“Juvenile justice fractures as child ‘falls from height’” goes the headline of The Morung Express after a contentious episode involving a child in Wokha Town in October. Despite varying versions, it was established that laid down procedure were not followed by different stakeholders and juvenile justice was violated.
Most recently, when the Nagaland Board of School Education (NBSE) rescheduled the board exams of class 8 and 9 after reported theft of question papers, the names of the alleged ‘culprits’ (presumably ‘child’ in the eyes of the law) were prominently highlighted through an advertisement in a local daily. Others, including this paper, have erred at times.
Such routine violations of juvenile justice are appalling and it is imperative for the general public as well as other stakeholders to familiarize with such issues.
The law is unequivocal on this. Specific sections under the ‘Protection of Children from Sexual Offences (POCSO) Act, 2012’ and the ‘Juvenile Justice (Care and Protection of Children) Act, 2015’ deal with the disclosure of identity of ‘child in conflict with the law’. Here a ‘child in conflict with the law’ refers to someone “who is alleged or found to have committed an offence and who has not completed eighteen years of age on the date of commission of such offence.”
The violations might be mostly inadvertent. Therefore, it is pertinent to revisit these sections of the law.
Under Section 74 of the Juvenile Act dealing with the prohibition of the disclosure of identity of children states that: “No report in any newspaper, magazine, news-sheet or audio-visual media or other forms of communication regarding any inquiry or investigation or judicial procedure, shall disclose the name, address or school or any other particular, which may lead to the identification of a child in conflict with law or a child in need of care and protection or a child victim or witness of a crime, involved in such matter, under any other law for the time being in force, nor shall the picture of any such child be published.”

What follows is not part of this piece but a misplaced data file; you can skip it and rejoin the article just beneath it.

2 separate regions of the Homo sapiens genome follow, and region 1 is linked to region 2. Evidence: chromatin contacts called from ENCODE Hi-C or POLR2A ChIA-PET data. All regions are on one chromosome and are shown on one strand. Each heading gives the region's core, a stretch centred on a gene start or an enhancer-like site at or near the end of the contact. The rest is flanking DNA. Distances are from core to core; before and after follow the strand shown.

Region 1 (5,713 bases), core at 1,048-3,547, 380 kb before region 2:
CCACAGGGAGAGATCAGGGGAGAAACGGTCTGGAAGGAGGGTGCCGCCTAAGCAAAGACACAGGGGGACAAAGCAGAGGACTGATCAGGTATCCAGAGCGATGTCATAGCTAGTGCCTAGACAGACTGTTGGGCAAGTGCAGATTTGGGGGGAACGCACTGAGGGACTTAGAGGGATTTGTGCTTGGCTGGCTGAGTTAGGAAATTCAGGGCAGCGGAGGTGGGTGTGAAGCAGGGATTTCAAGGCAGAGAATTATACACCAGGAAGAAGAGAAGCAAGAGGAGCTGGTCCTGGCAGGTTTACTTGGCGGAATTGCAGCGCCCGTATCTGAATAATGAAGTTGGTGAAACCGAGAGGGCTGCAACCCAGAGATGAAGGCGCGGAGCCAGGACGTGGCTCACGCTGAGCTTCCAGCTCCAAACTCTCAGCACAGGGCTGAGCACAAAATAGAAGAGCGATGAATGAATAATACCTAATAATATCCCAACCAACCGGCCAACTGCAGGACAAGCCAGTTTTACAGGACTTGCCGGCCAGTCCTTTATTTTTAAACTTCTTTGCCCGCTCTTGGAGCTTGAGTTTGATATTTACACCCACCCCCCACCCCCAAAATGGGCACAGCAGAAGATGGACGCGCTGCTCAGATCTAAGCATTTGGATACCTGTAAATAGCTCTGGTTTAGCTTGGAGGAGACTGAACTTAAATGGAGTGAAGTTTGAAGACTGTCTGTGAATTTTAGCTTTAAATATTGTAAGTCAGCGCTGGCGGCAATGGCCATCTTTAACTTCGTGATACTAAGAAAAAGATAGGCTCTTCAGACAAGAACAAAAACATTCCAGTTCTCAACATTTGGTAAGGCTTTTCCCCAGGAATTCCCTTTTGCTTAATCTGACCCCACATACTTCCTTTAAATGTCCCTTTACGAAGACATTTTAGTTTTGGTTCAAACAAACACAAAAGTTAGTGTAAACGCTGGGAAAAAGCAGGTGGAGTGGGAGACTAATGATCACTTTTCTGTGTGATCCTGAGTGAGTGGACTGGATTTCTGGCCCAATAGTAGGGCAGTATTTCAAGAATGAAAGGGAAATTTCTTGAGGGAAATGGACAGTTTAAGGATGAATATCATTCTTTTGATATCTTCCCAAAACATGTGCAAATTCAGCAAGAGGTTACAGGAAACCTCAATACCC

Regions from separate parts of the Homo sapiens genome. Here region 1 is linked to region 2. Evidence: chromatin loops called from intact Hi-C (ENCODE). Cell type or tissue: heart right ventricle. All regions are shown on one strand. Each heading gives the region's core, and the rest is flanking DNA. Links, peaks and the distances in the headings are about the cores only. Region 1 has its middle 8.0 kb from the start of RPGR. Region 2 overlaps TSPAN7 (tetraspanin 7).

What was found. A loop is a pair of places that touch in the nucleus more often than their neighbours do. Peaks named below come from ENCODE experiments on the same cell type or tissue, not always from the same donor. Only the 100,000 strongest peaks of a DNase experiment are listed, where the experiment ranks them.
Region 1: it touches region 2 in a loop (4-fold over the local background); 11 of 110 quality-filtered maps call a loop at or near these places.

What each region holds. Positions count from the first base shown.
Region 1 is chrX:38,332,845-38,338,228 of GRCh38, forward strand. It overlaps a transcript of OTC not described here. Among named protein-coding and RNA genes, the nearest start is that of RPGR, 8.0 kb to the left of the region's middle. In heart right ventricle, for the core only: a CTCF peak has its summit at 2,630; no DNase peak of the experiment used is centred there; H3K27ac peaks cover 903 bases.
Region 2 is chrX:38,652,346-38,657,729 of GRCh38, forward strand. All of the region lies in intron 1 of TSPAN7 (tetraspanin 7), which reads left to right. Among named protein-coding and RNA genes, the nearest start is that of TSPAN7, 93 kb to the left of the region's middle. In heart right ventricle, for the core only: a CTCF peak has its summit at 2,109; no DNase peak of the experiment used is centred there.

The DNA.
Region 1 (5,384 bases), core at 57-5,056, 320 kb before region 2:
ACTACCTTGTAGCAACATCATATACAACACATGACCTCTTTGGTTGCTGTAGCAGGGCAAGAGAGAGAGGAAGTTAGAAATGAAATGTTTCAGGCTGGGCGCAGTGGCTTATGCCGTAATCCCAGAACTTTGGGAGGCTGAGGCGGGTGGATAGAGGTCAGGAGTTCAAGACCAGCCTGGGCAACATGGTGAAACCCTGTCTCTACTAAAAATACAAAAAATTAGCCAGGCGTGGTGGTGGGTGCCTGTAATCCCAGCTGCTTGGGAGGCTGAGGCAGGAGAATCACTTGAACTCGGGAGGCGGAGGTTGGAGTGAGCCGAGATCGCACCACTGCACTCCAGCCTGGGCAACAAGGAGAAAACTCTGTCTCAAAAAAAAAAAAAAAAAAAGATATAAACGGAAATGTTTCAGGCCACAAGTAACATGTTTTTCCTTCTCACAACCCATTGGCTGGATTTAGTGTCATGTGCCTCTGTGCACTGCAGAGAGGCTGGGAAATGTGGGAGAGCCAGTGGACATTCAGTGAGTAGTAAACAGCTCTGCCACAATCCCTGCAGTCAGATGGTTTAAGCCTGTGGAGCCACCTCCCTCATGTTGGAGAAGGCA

Only for the “reasons to be recorded in writing, the Board or Committee, as the case may be, holding the inquiry may permit such disclosure, if in its opinion such disclosure is in the best interest of the child.”
Further, the Police are also barred from disclosing “any record of the child for the purpose of character certificate or otherwise in cases where the case has been closed or disposed of.”
Again, under the POCSO Act (Section 23 – Procedure for media), no person is allowed to make “any report or present comments on any child from any form of media or studio or photographic facilities without having complete and authentic information, which may have the effect of lowering his (her) reputation or infringing upon his (her) privacy.”
Further “No reports in any media shall disclose, the identity of a child including his name, address, photograph, family details, school, neighbourhood or any other particulars which may lead to disclosure of identity of the child…”
“…For reasons to be recorded in writing, the Special Court, competent to try the case under the Act, may permit such disclosure, if in its opinion such disclosure is in the interest of the child.”
As per the law, the publisher or owner of the media or studio or photographic facilities shall be jointly and severally liable for the acts and omissions of his (her) employee.
Any people flouting the above provisions are punishable either with imprisonment or fine or both.
The Indian Law also provides for four statutory bodies in the juvenile justice system from the moment a child comes in conflict with law—the special juvenile police unit, the juvenile justice board, the district child protection officers (DCPO) and the child welfare committee (CWC).
The promotions of child and woman’s rights are essential element of the rule of law, conforming to both national as well as international legal framework. It is high time for various stakeholders, including the media, to become aware and be sensitive to these rights.